Northern Reads featuring Judith Barrow

It’s Friday, and that means another edition of Northern Reads! I’m chuffed to have fellow historical fiction and saga author Judith Barrow on the blog today with her fantastic Haworth family trilogy, featuring one book set in Lancashire.

Welcome, Judith! Tell us more about the Haworth Family Trilogy. 

The three books are historical family sagas, often described as gritty. Although they are a trilogy set around the same family, each book also stands alone. The first of the trilogy is Pattern of Shadows, set in Lancashire between 1944 and 1945. The story was inspired by Glen Mill, a disused cotton mill in Lancashire, which was the first German POW camp. Glen Mill brought back a personal memory of my childhood. My mother was a winder in a similar mill. I would often go to wait for her to finish work on my way home from school. I remember: the muffled boom of noise as I walked across the yard and the sudden clatter of so many different machines as I stepped through a small door cut into a great wooden gate;  the women singing and shouting above the noise, of them whistling for more bobbins; the colours of the cotton and cloth. Above all I remember the smell: of oil, grease – and in the storage area – the lovely smell of the new material stored in bales. And the sound of the siren, announcing the end of the shift.

When I thought of Glen Mill I wondered what kind of signal would have been used to separate parts of the day for all those men imprisoned there. I realised how different their days must have been from my memories of a mill. There would be no machinery, only vehicles coming and going; the only voices would be those of men, with a language and dialect so different. I imagined the subdued anger and resignation. There would be no riot of colour, just an overall drabness. And the tang of oil, grease, cotton fibres would be replaced by the reek of ‘living’ smells.

And I knew I wanted to write about that. But I also wanted there to be hope somewhere. I wanted to imagine that something good could have come out of the situation the men were in.

I changed the name of the prisoner of war camp to Granville, set in the fictional town of Ashford. The protagonist is Mary Howarth, a nurse in a hospital attached to the camp who holds her dysfunctional family together.

And tell us more about the series. Where does it go from there?

Pattern of Shadows: Mary is a nurse at a Lancashire prison camp for the housing and treatment of German POWs.  Life at work is difficult but fulfilling, life at home a constant round of arguments, until Frank Shuttleworth, a guard at the camp turns up. Mary agrees to walk out with him but he becomes a jealous and dangerous boyfriend when one of the POWs, Peter Schormann a doctor, is  allocated to treat the injured and ill prisoners in the hospital, and he and Mary become friends.

Changing Patterns is the sequel to Pattern of Shadows and begins in May 1950 when Britain is struggling with the hardships of rationing and the aftermath of the Second World War. In times of war the relationship between Mary Howarth and Peter Schormann was called fraternization. And fraternization was a dangerous and serious offence. After the war, it is looked on by many as equally unacceptable, especially by Mary’s troubled and fractious family. The war is over, but for Mary Howarth the danger isn’t; she is living in Wales with Peter, a German ex-POW and is a Matron of a small hospital. She believes her job will be jeopardised if they find out about Peter. Her best friend Jean is doing all she can to get Mary to leave Peter and return to Lancashire. Mary is sure this will never happen, but she has no idea of the secret Peter is keeping from her. And then one day, something happens that changes everything….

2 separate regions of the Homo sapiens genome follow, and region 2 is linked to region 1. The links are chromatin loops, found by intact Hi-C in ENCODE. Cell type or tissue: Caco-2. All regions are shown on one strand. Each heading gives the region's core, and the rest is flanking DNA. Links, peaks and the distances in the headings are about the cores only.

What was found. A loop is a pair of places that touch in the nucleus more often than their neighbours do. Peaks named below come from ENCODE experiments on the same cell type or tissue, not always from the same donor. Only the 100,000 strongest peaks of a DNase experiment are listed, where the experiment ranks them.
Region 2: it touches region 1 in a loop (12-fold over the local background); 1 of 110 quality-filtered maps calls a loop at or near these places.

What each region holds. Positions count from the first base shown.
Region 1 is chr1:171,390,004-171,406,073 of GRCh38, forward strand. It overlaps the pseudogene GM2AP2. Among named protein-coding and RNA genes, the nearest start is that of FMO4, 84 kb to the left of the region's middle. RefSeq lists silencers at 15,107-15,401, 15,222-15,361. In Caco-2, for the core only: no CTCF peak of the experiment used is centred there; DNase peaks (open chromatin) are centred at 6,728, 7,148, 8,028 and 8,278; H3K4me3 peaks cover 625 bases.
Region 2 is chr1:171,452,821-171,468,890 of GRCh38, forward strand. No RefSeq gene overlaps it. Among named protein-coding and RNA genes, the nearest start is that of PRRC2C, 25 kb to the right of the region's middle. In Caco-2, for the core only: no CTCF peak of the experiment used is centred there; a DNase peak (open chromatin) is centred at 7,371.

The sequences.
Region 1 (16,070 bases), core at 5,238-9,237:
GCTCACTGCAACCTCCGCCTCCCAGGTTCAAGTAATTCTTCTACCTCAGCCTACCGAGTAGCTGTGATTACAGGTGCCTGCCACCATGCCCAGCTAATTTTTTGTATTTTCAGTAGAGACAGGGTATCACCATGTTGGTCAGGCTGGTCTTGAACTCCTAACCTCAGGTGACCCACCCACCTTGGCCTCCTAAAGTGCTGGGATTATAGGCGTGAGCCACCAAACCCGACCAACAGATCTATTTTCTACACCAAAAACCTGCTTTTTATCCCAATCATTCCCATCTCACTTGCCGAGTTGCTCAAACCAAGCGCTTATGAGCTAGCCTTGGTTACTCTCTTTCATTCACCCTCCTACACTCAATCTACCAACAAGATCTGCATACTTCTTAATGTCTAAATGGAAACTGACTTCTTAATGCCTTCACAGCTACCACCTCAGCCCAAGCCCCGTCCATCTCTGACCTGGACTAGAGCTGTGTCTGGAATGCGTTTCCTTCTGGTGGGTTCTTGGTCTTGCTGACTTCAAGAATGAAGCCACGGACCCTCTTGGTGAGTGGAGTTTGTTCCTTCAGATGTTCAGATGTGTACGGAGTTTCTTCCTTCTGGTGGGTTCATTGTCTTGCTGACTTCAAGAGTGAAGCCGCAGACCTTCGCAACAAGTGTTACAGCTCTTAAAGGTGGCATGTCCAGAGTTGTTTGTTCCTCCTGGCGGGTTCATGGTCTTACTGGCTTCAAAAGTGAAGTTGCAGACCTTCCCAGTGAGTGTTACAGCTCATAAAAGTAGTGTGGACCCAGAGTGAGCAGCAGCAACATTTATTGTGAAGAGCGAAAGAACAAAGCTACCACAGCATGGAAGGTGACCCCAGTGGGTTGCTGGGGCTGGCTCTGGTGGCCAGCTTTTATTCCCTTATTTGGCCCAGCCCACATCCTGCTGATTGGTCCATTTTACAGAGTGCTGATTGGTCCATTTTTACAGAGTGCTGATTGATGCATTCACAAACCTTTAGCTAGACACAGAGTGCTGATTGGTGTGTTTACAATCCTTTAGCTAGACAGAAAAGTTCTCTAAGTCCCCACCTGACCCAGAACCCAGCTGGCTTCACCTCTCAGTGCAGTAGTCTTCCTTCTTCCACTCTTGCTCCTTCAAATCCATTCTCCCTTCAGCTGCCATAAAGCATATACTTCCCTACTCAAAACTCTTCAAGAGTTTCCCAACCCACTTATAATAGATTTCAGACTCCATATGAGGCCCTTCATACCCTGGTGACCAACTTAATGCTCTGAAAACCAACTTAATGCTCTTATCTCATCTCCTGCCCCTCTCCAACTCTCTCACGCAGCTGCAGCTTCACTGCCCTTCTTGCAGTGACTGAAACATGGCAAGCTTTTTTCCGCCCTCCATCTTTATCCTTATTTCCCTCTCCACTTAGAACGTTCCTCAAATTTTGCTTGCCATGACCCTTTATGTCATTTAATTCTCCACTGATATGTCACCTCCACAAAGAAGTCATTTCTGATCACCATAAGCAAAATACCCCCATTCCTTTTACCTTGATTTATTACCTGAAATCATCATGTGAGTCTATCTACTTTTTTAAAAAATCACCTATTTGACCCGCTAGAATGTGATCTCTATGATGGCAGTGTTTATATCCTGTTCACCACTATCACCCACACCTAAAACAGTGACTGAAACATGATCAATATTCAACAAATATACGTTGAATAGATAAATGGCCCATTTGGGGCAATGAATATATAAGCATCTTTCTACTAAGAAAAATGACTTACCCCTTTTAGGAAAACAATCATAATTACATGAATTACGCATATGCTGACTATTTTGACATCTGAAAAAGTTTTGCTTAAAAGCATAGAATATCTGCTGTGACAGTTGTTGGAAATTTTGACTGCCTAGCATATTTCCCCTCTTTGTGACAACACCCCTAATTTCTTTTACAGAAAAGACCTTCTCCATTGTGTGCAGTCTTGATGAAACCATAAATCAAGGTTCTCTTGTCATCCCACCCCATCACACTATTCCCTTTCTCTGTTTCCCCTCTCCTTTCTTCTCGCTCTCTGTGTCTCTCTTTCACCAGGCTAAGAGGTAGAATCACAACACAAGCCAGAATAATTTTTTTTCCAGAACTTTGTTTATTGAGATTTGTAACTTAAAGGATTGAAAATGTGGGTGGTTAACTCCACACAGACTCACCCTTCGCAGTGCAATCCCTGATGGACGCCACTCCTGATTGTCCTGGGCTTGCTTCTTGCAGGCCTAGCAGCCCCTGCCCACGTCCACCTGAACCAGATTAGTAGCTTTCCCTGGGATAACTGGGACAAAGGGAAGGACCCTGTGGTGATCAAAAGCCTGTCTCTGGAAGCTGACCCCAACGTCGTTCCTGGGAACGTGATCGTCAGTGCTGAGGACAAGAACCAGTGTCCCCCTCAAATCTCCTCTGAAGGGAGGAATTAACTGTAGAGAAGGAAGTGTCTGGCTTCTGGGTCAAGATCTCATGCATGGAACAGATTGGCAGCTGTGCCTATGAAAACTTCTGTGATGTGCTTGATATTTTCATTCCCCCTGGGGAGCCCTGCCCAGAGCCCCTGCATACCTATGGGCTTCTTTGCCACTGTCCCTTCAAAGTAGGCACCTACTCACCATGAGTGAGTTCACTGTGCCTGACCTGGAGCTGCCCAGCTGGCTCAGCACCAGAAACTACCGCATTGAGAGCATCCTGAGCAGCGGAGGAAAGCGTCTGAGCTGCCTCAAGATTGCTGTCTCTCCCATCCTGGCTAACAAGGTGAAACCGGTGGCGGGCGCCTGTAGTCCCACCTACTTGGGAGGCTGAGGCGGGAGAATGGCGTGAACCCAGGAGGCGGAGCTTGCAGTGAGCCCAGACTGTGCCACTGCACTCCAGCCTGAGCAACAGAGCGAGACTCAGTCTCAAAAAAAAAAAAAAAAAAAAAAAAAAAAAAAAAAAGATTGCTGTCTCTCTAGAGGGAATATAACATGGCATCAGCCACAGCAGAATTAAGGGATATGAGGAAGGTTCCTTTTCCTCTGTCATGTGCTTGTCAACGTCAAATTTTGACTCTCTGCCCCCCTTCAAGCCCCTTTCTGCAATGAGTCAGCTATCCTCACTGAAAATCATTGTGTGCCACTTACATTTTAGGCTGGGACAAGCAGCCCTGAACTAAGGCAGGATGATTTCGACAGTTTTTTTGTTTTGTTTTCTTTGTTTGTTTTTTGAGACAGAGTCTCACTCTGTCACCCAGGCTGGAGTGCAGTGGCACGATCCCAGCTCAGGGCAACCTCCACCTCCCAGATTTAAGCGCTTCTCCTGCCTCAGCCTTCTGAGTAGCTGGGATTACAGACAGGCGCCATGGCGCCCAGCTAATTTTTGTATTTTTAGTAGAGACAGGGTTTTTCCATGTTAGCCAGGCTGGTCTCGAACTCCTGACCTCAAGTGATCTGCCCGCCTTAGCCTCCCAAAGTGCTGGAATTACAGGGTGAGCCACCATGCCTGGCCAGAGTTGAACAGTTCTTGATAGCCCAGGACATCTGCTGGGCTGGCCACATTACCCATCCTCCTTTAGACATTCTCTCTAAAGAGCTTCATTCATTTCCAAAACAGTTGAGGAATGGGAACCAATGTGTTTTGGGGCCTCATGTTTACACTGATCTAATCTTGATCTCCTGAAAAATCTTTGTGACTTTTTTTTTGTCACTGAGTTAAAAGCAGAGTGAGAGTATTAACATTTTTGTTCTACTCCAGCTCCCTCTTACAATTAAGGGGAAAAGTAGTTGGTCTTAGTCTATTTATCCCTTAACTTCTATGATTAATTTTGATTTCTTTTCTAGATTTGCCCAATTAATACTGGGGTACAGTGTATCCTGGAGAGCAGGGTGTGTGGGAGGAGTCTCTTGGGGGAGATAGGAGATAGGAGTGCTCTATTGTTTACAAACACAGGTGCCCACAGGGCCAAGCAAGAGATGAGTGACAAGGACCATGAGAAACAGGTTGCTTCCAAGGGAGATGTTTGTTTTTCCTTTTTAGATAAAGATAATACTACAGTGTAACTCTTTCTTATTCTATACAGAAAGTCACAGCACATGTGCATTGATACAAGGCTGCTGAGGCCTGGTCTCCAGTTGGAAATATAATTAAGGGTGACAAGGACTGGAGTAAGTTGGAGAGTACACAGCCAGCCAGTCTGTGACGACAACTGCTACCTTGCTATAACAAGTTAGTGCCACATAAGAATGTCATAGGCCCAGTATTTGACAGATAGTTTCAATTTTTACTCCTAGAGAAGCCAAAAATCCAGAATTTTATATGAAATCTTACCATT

Blurb for Changing Patterns:

Peter Schormann, an ex-German POW, has left his home country to be with Mary Howarth. Reunited they plan to marry. But there are obstacles in their way: the controversy of Mary and Peter’s relationship, the condemnation of her family and the memory of Frank Shuttleworth, ex-boyfriend of Mary’s. Even worse, Peter holds a dangerous secret that could destroy them. When tragedy strikes, Mary hopes it will unite her family, but it is only when a child disappears that they pull together to save one of their own from a common enemy

Living in the Shadows is the last of the trilogy, and is set in 1969, a time of Mods and Rockers, the Beatles, flower power and free love. Although Mary is still the protagonist, this is the story of the next generation of the Howarth and Schormann families, forced to deal with the consequences of the past actions of their parents. Granville, the prisoner of war camp, is the backdrop of all three books even as it gradually falls into disrepair. In this last book it becomes the centre of an inevitable tragedy

Blurb for Living in the Shadows:

Mary Schormann is living quietly in Wales with her husband, Peter, and her teenage twins, Richard and Victoria. Her niece, Linda Booth, is a nurse – following in Mary’s footsteps – and works in the maternity ward of her local hospital in Lancashire. At the end of a long night shift, a bullying new father visits the maternity ward and brings back Linda’s darkest nightmares, her terror of being locked in. Who is this man, and why does he scare her so? There are secrets dating back to the war that still haunt the family, and finding out what lies at their root might be the only way Linda can escape their murderous consequences.

That’s right up my alley! Where can we get them them?

Purchase Judith’s books here:

https://www.amazon.co.uk/Judith-Barrow/e/B0043RZJV6

https://www.honno.co.uk/authors/b/judith-barrow/

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About me: